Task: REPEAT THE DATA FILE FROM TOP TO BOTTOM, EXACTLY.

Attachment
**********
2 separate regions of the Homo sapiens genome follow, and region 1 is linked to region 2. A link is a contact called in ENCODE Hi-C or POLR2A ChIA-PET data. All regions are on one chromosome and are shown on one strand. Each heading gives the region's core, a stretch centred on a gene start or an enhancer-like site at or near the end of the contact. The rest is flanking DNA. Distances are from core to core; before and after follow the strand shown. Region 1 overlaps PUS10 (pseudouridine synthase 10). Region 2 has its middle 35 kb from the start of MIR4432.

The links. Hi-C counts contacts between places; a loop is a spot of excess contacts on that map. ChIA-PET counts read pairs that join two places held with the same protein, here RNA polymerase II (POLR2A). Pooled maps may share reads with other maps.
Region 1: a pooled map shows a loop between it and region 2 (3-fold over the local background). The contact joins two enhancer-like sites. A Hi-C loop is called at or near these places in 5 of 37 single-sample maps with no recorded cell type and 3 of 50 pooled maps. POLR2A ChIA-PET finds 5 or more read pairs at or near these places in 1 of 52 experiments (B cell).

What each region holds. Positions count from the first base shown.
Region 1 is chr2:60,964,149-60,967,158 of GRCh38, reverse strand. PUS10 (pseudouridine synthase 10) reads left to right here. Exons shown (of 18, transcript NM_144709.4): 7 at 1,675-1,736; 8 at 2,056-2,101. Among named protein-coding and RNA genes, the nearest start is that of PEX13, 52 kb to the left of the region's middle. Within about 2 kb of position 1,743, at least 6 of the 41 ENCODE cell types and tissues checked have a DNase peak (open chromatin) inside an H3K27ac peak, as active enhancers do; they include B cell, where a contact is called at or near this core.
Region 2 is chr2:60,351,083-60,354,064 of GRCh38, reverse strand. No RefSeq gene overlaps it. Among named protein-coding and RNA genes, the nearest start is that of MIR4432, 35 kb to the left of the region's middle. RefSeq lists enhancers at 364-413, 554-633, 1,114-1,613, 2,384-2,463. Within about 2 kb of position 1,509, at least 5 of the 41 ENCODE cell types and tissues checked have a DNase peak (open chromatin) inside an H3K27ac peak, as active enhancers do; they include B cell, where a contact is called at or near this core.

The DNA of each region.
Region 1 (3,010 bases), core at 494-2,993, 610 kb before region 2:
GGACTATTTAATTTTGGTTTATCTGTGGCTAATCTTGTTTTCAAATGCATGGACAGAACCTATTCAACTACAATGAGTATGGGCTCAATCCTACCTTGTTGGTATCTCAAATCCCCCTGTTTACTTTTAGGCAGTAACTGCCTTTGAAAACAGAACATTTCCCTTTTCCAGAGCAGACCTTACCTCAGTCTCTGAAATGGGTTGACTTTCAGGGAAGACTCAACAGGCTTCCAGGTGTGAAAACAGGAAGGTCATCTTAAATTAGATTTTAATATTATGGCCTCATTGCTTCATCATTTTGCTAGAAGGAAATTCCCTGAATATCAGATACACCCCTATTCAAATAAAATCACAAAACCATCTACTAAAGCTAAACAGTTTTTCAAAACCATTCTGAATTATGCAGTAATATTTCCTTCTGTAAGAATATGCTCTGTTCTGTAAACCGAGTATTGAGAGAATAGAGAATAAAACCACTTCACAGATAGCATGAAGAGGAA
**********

2 separate regions of the Homo sapiens genome follow, and region 1 is linked to region 2. A link is a contact called in ENCODE Hi-C or POLR2A ChIA-PET data. All regions are on one chromosome and are shown on one strand. Each heading gives the region's core, a stretch centred on a gene start or an enhancer-like site at or near the end of the contact. The rest is flanking DNA. Distances are from core to core; before and after follow the strand shown. Region 1 overlaps PUS10 (pseudouridine synthase 10). Region 2 has its middle 35 kb from the start of MIR4432.

The links. Hi-C counts contacts between places; a loop is a spot of excess contacts on that map. ChIA-PET counts read pairs that join two places held with the same protein, here RNA polymerase II (POLR2A). Pooled maps may share reads with other maps.
Region 1: a pooled map shows a loop between it and region 2 (3-fold over the local background). The contact joins two enhancer-like sites. A Hi-C loop is called at or near these places in 5 of 37 single-sample maps with no recorded cell type and 3 of 50 pooled maps. POLR2A ChIA-PET finds 5 or more read pairs at or near these places in 1 of 52 experiments (B cell).

What each region holds. Positions count from the first base shown.
Region 1 is chr2:60,964,149-60,967,158 of GRCh38, reverse strand. PUS10 (pseudouridine synthase 10) reads left to right here. Exons shown (of 18, transcript NM_144709.4): 7 at 1,675-1,736; 8 at 2,056-2,101. Among named protein-coding and RNA genes, the nearest start is that of PEX13, 52 kb to the left of the region's middle. Within about 2 kb of position 1,743, at least 6 of the 41 ENCODE cell types and tissues checked have a DNase peak (open chromatin) inside an H3K27ac peak, as active enhancers do; they include B cell, where a contact is called at or near this core.
Region 2 is chr2:60,351,083-60,354,064 of GRCh38, reverse strand. No RefSeq gene overlaps it. Among named protein-coding and RNA genes, the nearest start is that of MIR4432, 35 kb to the left of the region's middle. RefSeq lists enhancers at 364-413, 554-633, 1,114-1,613, 2,384-2,463. Within about 2 kb of position 1,509, at least 5 of the 41 ENCODE cell types and tissues checked have a DNase peak (open chromatin) inside an H3K27ac peak, as active enhancers do; they include B cell, where a contact is called at or near this core.

The DNA of each region.
Region 1 (3,010 bases), core at 494-2,993, 610 kb before region 2:
GGACTATTTAATTTTGGTTTATCTGTGGCTAATCTTGTTTTCAAATGCATGGACAGAACCTATTCAACTACAATGAGTATGGGCTCAATCCTACCTTGTTGGTATCTCAAATCCCCCTGTTTACTTTTAGGCAGTAACTGCCTTTGAAAACAGAACATTTCCCTTTTCCAGAGCAGACCTTACCTCAGTCTCTGAAATGGGTTGACTTTCAGGGAAGACTCAACAGGCTTCCAGGTGTGAAAACAGGAAGGTCATCTTAAATTAGATTTTAATATTATGGCCTCATTGCTTCATCATTTTGCTAGAAGGAAATTCCCTGAATATCAGATACACCCCTATTCAAATAAAATCACAAAACCATCTACTAAAGCTAAACAGTTTTTCAAAACCATTCTGAATTATGCAGTAATATTTCCTTCTGTAAGAATATGCTCTGTTCTGTAAACCGAGTATTGAGAGAATAGAGAATAAAACCACTTCACAGATAGCATGAAGAGGAA